In May 2001, Uganda became the first country to benefit from a Poverty Reduction Support Credit, a new approach to World Bank lending aimed at improving the delivery of basic social services. A year later, noticeable strides have been made in improving the quality of education, health care, and water and sanitation services. Having struggled in recent years to recruit teachers, the Ugandan government now is adding 1,000 teachers to the payroll each month. New health care reforms, such as greater advocacy of contraception, have helped to reduce the number of people infected with HIV. The rate of tuberculosis infection is also decreasing.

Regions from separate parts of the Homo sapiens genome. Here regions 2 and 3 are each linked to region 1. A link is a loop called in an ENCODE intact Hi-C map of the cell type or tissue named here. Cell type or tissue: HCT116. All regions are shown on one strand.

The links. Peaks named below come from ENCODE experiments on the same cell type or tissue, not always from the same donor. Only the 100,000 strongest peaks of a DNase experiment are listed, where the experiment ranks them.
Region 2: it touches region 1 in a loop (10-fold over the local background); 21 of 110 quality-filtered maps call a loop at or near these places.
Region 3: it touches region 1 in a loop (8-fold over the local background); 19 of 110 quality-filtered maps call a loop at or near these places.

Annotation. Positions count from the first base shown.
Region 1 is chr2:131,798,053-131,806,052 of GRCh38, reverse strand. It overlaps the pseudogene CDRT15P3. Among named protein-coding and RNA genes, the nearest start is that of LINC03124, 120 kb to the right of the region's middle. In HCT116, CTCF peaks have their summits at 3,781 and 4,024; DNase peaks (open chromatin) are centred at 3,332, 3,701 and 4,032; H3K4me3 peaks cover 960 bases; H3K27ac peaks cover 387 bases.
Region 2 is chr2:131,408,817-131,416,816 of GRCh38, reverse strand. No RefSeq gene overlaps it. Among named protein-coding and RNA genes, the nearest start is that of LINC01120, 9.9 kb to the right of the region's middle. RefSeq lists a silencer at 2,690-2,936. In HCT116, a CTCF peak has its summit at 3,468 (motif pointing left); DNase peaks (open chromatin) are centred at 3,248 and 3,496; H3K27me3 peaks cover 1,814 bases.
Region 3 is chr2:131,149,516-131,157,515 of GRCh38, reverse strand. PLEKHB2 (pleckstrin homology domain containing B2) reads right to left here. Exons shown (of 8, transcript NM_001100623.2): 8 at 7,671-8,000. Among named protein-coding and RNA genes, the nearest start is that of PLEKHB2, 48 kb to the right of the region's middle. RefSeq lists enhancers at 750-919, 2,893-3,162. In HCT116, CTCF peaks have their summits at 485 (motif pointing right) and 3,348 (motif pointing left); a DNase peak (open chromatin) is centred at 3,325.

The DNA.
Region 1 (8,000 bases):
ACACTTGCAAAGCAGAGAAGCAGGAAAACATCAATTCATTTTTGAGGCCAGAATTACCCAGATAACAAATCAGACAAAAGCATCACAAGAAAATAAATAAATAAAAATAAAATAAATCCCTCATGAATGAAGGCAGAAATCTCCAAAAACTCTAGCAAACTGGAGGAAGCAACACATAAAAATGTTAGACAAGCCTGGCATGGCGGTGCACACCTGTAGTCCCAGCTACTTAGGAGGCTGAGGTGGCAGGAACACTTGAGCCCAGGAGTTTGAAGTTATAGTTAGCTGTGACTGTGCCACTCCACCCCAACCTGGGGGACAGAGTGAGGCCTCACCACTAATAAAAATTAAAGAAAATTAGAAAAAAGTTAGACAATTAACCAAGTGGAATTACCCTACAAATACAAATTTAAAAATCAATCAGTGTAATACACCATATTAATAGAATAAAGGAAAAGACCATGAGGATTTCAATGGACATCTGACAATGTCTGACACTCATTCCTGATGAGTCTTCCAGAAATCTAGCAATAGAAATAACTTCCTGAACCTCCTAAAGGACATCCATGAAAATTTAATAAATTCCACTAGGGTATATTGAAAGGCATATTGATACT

Water availability has steadily improved both in rural and urban areas. In the past two years, 1.5 million rural people have been provided with access to water, under one of the largest rural water and sanitation programs in Africa. Also, more than 6,000 new water connections a year have been recorded in 12 major towns, many of which are home to Uganda’s poor families.
Updated: September 2002